Friday, 4 December 2015
Some people pronounce it 'litchen' to rhyme with kitchen but more people pronounce it 'liken'.
There are 20,000 different species of lichens worldwide: some are crusty (crustose), some are leafy (foliose) and some are branching like miniature fruit trees (fruticose). The more structurally complex lichens require cleaner air, so they can be used as an indicator of air quality. If you only find crusty lichens you are in an area which is relatively more polluted. Leafy lichens indicate slightly better air quality and fruticose lichens indicate even cleaner air.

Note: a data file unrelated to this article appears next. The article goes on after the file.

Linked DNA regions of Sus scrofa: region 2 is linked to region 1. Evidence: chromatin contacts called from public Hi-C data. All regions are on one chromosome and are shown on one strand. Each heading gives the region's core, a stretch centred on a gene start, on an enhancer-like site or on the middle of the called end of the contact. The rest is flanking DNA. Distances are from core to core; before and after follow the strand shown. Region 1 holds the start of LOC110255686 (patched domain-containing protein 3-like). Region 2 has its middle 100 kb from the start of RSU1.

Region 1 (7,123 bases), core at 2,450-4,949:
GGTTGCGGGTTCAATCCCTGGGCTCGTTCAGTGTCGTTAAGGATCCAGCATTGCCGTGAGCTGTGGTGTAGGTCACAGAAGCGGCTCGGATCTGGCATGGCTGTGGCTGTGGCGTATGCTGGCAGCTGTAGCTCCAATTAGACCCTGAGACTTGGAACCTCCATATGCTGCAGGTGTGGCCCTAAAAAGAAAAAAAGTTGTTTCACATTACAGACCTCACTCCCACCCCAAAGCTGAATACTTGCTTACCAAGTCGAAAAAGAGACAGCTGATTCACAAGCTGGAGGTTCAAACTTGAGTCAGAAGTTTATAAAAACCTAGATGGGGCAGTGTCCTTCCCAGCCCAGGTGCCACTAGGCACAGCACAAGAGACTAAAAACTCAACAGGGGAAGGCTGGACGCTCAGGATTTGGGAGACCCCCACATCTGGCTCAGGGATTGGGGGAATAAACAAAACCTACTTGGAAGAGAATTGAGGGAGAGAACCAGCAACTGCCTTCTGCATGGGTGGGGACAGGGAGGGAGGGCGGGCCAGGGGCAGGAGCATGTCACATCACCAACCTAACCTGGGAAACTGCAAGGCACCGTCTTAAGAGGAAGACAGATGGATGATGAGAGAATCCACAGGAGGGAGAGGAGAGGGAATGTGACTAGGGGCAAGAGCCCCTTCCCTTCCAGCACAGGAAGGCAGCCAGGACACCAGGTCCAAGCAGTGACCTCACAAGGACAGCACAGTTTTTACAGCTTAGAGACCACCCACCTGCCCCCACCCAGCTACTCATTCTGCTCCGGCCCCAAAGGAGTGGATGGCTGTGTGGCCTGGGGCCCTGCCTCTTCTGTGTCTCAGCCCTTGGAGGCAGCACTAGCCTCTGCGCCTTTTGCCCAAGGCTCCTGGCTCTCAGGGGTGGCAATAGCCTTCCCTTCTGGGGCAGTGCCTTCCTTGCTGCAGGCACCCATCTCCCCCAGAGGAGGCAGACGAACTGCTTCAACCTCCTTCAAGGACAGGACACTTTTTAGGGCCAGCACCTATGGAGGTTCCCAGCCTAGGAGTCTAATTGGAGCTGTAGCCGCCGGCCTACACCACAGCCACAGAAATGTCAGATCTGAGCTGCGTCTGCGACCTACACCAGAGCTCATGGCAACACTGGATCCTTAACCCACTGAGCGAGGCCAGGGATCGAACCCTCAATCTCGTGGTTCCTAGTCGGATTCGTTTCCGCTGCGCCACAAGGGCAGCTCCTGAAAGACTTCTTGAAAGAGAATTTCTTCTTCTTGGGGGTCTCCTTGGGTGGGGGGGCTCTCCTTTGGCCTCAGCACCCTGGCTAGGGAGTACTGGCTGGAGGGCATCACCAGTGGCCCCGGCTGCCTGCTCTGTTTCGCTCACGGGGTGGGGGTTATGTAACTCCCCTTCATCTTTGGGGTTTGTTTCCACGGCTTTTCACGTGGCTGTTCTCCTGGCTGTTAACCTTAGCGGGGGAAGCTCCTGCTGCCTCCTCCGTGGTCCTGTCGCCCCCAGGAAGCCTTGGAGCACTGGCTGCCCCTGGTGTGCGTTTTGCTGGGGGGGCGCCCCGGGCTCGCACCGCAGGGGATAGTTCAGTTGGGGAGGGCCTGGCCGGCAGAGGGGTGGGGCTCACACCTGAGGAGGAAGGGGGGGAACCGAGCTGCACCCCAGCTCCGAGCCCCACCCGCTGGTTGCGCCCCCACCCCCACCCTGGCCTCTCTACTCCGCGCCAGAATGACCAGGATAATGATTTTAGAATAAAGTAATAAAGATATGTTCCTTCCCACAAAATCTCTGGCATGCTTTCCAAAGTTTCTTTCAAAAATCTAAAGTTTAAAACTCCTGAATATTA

My photos show leafy lichens on a piece of ash wood, recently fallen from a tree at Filnore Woods. Lichens have no roots so they do no damage to trees; they just find tree bark a good place to sit.
They are strange and fascinating organisms. They look a bit like mosses but they are not. A lichen is made up of a fungus and an alga living together and dependent on each other. (Sometimes a 'cyanobacterium' or 'blue-green alga' joins in too.) The fungi provide the structure and the algae use sunlight and carbon dioxide to provide food for the team by photosynthesis. They are not just side by side, their cells are intermingled. It's a totally symbiotic relationship.